It was a calibration standard against which all others are measured. Throughout the world in industry and standards laboratories, the Morehouse Proving Ring is recognized for its lasting reputation of unquestionable accuracy in the measurement of mechanical forces. For this reason, it is accepted as a prominent standard for the calibration of testing machines, torque measuring dynamometers, thrust standards, electronic and hydraulic load cells, and much other force measuring devices and systems.
The calibration standard against which all others are measured is available in digital versions. Digital versions have proven to be more accurate, easier to use, and are the preferred option. Rings are often the choice for those wanting stability.
This page is kept up for reference only.
Morehouse Proving Rings are known for:
Stability - When maintained, Proving Rings have little to zero drift.
Longevity - Some Proving Rings built in the 1930s are still in use today.
Accuracy - Proving Rings often maintain uncertainties of 0.0125 - 0.025 % of full scale.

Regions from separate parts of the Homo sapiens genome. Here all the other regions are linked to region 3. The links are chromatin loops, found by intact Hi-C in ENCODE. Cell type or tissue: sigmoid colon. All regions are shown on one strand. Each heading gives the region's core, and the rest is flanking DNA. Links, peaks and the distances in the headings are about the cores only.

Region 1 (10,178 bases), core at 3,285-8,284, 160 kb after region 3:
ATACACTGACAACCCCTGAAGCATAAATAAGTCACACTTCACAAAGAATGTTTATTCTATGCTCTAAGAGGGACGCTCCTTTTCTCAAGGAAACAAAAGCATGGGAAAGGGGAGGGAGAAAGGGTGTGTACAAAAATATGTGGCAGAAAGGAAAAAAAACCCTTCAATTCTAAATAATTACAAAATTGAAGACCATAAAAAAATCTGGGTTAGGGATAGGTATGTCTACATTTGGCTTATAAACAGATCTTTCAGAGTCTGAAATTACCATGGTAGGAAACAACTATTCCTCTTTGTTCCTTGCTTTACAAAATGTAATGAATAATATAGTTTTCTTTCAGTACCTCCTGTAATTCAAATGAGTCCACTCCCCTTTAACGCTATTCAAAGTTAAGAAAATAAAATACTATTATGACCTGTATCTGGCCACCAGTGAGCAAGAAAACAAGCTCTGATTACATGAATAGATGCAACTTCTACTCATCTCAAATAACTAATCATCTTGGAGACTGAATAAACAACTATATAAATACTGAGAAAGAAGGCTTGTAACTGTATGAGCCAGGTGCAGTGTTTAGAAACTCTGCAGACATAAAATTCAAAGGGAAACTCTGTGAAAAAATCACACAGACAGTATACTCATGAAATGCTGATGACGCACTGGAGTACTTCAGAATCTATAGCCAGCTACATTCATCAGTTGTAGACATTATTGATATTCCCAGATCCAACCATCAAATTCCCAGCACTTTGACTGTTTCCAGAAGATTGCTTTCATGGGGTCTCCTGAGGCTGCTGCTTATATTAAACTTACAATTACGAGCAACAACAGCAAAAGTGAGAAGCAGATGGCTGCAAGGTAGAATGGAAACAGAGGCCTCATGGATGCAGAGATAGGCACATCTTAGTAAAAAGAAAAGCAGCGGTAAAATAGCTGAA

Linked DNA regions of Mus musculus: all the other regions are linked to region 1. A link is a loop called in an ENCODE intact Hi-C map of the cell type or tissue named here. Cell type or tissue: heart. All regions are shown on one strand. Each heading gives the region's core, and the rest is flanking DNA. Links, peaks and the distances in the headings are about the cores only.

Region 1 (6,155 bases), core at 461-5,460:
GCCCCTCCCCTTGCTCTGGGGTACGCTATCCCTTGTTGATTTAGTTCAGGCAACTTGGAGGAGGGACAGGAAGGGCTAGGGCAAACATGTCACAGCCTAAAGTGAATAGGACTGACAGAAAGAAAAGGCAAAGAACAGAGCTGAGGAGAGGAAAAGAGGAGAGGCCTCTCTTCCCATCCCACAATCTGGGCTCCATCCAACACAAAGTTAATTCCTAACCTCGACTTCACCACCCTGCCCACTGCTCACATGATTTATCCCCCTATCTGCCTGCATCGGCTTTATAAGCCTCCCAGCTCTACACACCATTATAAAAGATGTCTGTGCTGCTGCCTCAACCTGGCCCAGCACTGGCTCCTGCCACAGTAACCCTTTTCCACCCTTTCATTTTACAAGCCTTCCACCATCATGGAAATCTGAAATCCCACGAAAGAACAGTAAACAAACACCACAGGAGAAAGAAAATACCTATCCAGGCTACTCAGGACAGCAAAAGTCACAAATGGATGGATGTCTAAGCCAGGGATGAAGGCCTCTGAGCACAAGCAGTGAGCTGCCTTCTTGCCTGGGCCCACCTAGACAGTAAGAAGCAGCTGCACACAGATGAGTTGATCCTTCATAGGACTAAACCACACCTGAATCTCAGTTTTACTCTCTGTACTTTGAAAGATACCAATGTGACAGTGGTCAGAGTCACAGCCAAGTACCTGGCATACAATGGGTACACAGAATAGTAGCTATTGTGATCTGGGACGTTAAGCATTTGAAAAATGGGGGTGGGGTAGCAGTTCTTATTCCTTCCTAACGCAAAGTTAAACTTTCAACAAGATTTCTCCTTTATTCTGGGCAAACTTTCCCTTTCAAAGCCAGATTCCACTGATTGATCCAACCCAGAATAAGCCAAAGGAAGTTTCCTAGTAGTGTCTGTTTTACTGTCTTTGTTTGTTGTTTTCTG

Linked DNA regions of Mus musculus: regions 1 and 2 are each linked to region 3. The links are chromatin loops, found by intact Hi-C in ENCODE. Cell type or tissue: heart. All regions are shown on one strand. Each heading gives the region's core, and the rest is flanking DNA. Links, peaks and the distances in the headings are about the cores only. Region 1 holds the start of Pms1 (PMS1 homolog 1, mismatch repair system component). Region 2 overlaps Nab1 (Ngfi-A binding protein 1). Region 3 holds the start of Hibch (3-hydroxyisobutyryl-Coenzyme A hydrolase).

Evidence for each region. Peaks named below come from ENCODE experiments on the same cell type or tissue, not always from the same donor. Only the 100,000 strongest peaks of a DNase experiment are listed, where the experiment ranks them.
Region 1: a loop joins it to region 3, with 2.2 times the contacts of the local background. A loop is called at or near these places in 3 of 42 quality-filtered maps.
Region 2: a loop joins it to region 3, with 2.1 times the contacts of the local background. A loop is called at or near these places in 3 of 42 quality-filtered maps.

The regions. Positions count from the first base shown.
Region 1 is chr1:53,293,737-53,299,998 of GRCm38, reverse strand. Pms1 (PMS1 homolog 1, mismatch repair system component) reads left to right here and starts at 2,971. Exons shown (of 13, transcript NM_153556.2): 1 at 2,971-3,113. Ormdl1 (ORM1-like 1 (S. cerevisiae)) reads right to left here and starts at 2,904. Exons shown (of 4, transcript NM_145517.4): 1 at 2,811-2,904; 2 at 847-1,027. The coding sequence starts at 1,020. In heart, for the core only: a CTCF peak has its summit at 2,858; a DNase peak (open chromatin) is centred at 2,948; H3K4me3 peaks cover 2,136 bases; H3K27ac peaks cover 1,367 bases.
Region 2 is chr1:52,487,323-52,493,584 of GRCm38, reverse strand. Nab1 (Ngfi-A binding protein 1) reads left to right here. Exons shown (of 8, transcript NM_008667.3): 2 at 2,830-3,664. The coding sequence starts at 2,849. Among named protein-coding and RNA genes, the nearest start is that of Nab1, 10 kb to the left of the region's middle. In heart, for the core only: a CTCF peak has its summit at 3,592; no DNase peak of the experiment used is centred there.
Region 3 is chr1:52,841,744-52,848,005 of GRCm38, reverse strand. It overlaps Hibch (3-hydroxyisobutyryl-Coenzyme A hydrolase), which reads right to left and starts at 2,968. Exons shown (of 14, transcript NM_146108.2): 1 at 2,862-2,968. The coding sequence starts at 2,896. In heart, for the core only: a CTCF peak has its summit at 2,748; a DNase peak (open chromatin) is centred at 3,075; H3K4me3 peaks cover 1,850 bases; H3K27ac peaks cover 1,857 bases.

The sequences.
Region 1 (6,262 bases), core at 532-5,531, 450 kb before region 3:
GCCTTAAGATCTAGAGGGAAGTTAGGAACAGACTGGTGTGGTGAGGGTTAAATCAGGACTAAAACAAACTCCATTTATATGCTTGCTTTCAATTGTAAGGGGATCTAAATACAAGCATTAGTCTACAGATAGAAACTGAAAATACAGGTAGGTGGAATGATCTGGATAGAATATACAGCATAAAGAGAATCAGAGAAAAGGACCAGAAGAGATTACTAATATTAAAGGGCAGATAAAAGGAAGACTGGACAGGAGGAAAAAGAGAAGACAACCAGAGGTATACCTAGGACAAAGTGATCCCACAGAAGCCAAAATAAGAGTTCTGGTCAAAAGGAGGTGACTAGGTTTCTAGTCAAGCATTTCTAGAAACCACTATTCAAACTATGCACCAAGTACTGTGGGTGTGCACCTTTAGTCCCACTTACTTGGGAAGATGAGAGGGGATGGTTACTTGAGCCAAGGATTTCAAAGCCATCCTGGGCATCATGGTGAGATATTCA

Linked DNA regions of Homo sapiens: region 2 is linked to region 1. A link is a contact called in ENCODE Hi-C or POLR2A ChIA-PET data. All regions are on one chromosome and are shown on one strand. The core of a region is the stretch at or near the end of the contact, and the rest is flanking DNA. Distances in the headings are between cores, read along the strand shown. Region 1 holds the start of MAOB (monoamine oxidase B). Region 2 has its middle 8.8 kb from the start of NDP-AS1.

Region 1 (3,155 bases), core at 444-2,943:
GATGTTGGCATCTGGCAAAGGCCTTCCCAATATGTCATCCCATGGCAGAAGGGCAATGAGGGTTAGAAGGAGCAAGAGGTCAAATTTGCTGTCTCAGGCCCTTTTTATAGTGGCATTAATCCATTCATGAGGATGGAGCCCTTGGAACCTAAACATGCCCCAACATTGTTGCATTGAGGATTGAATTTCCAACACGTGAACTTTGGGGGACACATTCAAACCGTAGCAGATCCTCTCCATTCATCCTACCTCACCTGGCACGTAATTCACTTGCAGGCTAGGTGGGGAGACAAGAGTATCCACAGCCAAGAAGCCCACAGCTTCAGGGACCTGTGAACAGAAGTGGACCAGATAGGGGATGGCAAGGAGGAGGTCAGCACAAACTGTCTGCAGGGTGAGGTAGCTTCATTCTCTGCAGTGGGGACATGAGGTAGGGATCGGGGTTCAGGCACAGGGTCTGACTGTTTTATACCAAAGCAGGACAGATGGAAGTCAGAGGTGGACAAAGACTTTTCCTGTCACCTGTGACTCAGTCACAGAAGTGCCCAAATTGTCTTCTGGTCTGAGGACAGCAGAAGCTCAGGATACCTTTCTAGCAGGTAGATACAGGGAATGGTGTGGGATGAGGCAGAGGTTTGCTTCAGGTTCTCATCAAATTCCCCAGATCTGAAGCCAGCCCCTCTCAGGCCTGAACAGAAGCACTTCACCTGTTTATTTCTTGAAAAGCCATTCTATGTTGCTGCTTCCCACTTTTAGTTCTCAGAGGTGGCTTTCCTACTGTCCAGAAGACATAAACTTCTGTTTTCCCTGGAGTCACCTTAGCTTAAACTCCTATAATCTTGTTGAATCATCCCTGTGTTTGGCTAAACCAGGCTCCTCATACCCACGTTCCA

Reliability - There's a reason a Proving Ring is on the International Space Station. They do not fail.
Rings are available in two different models:
This is the most accurate proving ring available
ISO Class 00 @ 10 % of range ASTM E74 lower limit factor is better than 0.0125 % of full scale
There are roughly 20,000 counts of resolution
There are roughly 40,000 counts of resolution
Available in capacities from 2,000 lbf or equivalent up to 1,000,000 lbf or equivalent
This is model is best suited for calibrating tensile machines in accordance with ASTM E4 and ISO 7500
ASTM E74 lower limit factor is better than 0.0250 % of full scale; ISO Class 0.5 at 10 % of range
Available in capacities from 300 lbf or equivalent up to 1,000,000 lbf or equivalent